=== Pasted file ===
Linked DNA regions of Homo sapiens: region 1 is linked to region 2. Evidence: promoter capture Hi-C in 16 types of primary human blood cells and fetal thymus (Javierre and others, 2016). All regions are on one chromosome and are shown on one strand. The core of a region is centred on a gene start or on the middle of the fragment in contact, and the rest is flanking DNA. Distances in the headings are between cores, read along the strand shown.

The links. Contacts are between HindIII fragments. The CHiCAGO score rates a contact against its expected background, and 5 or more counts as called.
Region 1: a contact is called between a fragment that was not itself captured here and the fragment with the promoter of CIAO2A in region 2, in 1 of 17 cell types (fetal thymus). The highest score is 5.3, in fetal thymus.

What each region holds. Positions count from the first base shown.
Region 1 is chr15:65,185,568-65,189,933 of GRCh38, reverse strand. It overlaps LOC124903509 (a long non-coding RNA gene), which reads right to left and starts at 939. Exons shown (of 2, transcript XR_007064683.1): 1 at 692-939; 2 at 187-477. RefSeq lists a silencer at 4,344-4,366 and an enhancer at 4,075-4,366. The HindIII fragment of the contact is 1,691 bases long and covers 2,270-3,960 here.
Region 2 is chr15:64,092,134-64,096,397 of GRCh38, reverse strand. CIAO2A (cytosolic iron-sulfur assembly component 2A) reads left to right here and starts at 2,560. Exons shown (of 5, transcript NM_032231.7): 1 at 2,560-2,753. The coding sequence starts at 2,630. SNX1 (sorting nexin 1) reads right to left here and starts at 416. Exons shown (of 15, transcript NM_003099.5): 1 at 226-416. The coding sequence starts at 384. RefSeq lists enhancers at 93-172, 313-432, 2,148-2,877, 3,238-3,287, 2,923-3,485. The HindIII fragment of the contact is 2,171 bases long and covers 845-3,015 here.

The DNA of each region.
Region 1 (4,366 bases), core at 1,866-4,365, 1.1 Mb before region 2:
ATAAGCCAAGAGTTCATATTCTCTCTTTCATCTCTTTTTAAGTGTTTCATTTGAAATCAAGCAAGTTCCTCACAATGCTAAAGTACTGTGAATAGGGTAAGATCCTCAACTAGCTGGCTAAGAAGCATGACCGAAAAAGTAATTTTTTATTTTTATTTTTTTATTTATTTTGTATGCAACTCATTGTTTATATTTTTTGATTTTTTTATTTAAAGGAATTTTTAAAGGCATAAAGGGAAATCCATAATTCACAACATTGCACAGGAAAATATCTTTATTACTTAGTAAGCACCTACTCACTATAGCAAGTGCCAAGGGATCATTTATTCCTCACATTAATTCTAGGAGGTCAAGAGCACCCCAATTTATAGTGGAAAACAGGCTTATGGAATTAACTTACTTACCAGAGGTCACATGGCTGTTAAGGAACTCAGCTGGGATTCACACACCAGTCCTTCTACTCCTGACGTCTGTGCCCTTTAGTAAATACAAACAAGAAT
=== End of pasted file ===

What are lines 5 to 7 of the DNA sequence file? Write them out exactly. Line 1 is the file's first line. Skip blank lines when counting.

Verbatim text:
Region 1 is chr15:65,185,568-65,189,933 of GRCh38, reverse strand. It overlaps LOC124903509 (a long non-coding RNA gene), which reads right to left and starts at 939. Exons shown (of 2, transcript XR_007064683.1): 1 at 692-939; 2 at 187-477. RefSeq lists a silencer at 4,344-4,366 and an enhancer at 4,075-4,366. The HindIII fragment of the contact is 1,691 bases long and covers 2,270-3,960 here.
Region 2 is chr15:64,092,134-64,096,397 of GRCh38, reverse strand. CIAO2A (cytosolic iron-sulfur assembly component 2A) reads left to right here and starts at 2,560. Exons shown (of 5, transcript NM_032231.7): 1 at 2,560-2,753. The coding sequence starts at 2,630. SNX1 (sorting nexin 1) reads right to left here and starts at 416. Exons shown (of 15, transcript NM_003099.5): 1 at 226-416. The coding sequence starts at 384. RefSeq lists enhancers at 93-172, 313-432, 2,148-2,877, 3,238-3,287, 2,923-3,485. The HindIII fragment of the contact is 2,171 bases long and covers 845-3,015 here.

The DNA of each region.